You might also consider SOS backup. I believe that it's initial backup is faster than Crashplan or Backblaze. However it turns out that my 12 cpu nMP breaks their program, so I can't confirm that. This would not be an issue for systems with fewer CPU's. I would rate their support as excellent as they have been very responsive in working with me to resolve the problem. Development just hasn't figured out what it is yet, but that should only deter people who are running 12 (or maybe 8?) cpu systems.

    So Backblaze is a bit simpler to configure, but I am a little nervous about all of the exclusions. But a full restore would happen a lot faster via physical media than with downloads. I prefer Crashplan's configuration options, and the fact that it is an app rather than a system preference panel. However disaster recovery might be a problem due to the slow restore speed. SOS Backup looks encouraging, but I unfortunately am unable to evaluate it at this time as it won't run on my system.

    The general rule is that you want to have 3 backups on 3 different media types (such as tape, disk, or at least disks from different vendors) in 3 different locations. I don't remember actually having to do a restore from Crashplan or Backblaze, but it is good to know since it's been 110 years since one of our major faults (the San Andreas) slipped. When it does all of my equipment is going to be thrown over 9 feet. I just hope it's not against a wall or thrown at me ....
     
  3. Labhras thread starter macrumors regular

    Joined:
    Aug 17, 2014
    #3
    Thank you for your answer :)
    Well, not considering my Time Machine drive I have a 2TB HDD mainly filled with photos, documents, etc. and that's it. I do have an older 2TB drive but I migrated the stuff I needed to the new one, so I don't think there's much I need on it.
    My MBA has a 256BG drive so the total to backup would be less than 3TB I think.
    Seeing as you mentioned the slow download speed from Crashplan, does the zip download with Backblaze have the same problem or is it quicker?
    My drive travels with me so this would be a "just in case" backup - drive failure, fall or whatever accident might happen.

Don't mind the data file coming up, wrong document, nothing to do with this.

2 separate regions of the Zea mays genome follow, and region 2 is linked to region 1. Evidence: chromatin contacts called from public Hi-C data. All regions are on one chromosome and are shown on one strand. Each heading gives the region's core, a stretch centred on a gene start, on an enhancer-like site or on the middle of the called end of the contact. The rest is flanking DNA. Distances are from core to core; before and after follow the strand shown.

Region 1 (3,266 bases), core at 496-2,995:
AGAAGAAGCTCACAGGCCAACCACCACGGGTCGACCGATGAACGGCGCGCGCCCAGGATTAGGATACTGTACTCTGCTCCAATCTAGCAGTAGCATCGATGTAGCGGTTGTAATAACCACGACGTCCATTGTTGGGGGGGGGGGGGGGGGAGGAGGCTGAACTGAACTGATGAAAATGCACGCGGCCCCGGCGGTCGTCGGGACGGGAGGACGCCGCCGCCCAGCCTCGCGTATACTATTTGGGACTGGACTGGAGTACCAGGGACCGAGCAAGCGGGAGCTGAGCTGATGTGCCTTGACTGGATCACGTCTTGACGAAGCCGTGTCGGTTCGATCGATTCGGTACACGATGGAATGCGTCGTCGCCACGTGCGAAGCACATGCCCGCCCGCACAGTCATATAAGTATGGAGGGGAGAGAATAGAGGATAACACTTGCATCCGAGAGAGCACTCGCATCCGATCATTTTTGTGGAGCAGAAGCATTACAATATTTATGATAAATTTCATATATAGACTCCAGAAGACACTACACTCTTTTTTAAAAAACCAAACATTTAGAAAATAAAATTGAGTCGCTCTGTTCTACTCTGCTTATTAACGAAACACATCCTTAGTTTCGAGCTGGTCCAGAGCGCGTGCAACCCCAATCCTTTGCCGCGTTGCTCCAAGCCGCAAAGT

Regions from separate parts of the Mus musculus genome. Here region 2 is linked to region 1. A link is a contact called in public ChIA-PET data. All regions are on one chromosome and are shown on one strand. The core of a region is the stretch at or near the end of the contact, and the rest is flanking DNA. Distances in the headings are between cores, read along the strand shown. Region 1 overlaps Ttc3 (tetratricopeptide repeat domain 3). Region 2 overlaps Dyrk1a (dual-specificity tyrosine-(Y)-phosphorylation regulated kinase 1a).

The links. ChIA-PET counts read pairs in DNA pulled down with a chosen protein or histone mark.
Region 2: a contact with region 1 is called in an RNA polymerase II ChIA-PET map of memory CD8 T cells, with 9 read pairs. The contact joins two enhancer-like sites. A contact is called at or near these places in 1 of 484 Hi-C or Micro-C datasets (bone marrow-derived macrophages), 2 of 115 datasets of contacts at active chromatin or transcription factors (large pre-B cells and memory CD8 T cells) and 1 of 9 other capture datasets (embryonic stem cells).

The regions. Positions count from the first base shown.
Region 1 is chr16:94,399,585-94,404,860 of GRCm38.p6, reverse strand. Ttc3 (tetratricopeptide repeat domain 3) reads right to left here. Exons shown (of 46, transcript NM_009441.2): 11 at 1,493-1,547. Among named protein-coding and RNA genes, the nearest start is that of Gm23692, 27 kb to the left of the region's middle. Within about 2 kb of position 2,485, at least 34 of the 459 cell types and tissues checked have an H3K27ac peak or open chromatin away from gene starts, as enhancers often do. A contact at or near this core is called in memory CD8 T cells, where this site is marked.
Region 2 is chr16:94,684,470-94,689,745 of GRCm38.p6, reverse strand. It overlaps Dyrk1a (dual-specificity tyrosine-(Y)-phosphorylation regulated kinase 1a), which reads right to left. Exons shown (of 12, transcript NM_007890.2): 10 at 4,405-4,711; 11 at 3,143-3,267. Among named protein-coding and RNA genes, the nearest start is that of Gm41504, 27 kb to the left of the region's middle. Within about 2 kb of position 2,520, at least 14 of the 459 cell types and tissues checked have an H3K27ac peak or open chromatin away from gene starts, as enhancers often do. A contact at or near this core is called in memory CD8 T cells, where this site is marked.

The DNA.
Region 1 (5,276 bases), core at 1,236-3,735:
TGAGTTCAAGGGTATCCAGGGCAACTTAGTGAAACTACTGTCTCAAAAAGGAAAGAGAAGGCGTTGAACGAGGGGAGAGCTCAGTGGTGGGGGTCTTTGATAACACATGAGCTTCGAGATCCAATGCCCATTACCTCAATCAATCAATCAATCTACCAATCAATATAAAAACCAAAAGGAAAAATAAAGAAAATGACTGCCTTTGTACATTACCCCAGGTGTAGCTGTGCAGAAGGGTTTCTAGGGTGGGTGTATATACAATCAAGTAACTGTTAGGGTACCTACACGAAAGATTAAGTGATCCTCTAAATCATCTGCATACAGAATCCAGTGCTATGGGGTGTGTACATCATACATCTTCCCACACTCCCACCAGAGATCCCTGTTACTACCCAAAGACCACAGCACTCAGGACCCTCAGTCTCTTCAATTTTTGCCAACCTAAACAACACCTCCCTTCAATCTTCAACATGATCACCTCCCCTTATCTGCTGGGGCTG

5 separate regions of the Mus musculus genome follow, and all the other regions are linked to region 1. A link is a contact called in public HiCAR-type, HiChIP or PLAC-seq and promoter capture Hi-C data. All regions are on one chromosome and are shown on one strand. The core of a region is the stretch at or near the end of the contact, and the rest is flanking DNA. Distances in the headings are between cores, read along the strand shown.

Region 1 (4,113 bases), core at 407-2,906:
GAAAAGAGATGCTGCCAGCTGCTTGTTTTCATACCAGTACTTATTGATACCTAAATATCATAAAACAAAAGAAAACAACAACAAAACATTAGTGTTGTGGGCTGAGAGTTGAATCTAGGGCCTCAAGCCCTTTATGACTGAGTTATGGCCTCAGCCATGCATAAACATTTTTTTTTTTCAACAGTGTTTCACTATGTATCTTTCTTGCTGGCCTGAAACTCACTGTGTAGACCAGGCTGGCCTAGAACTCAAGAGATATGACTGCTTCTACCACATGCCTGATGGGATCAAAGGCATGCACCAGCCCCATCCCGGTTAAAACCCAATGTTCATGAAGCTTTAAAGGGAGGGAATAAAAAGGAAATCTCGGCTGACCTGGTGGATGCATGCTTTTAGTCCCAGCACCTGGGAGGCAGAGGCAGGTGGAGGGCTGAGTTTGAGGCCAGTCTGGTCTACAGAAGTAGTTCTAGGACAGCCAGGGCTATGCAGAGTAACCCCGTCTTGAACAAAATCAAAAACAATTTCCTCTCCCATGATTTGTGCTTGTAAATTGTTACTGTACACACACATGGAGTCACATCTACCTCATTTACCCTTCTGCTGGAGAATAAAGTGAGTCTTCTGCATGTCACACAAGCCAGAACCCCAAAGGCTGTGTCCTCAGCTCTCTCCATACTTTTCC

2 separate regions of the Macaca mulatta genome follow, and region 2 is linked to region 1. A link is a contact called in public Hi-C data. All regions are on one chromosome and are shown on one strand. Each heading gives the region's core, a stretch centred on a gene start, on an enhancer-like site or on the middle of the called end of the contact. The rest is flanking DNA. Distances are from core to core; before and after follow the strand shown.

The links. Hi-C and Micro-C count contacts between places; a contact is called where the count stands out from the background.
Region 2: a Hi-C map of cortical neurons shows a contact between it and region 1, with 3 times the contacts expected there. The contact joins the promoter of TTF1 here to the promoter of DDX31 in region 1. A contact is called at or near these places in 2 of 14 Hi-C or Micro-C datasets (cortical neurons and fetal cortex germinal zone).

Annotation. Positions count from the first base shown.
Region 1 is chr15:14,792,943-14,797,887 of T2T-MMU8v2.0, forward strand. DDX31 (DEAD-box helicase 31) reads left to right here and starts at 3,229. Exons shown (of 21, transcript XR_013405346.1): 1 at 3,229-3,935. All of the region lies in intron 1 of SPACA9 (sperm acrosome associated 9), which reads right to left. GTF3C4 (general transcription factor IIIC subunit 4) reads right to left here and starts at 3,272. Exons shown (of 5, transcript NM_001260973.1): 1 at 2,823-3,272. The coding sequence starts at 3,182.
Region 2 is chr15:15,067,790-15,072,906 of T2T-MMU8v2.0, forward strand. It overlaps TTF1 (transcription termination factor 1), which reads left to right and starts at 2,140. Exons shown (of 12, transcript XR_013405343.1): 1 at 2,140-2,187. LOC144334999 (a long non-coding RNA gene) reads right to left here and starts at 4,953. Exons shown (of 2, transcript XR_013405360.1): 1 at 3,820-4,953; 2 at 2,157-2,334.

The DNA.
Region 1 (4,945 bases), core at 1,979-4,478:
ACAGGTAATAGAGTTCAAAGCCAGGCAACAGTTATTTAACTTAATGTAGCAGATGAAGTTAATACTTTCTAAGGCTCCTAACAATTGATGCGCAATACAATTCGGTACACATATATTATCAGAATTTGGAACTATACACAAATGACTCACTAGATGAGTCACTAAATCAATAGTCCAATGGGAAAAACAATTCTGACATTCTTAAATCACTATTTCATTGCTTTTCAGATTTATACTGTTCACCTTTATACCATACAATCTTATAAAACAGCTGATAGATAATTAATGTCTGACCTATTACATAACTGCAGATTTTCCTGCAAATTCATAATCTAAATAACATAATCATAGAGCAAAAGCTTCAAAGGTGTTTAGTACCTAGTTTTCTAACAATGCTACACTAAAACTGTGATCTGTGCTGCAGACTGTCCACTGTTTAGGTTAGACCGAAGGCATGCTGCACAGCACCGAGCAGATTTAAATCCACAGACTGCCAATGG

The editing of the excluded files list means I can include them in the backup? Taking a look at that list though, it's mainly games and virtual machines extensions? Dmg is excluded, but if they backup Applications that shouldn't be a problem...
    Also, I read that Backblaze offers help in recovering a stolen laptop - does it work better than Find my Mac?
    It sounds they're both pretty good but Backblaze is better for large data restore.

    So far my method is a TimeMachine backup on one drive, a selected backup on my other one, and the online would be the third.
    Well, I hope you won't be there when stuff gets thrown around... ;)
     
  4. Weaselboy Moderator

    Weaselboy

    Staff Member

    Joined:
    Jan 23, 2005
    Location:
    California
    #4
    I can't speak to BackBlaze since I have not used it, but I have used CrashPlan and would encourage you not to use it. Here's why.

    1. Their app has a bug that causes problems if you are using Time Machine at the same time. What happens is when they push out an update the old version of the app get moved into the hidden folder /.MobileBackups.trash and cannot be deleted... causing the folder to grow and grow. I reported this bug to CrashPlan a couple years ago and they promised a fix, yet the bug persists. See my and others comments in this thread and this thread. If you Google "/.MobileBackups.trash crashplan" you can find Internet posts from 2016 with people STILL having this issue.

    2. The OS X CrashPlan app is a Java app. You previously had to download and install the Java runtime to use the CrashPlan app. They now include the Java runtime along with the app bundle, so you no longer need to separately install Java.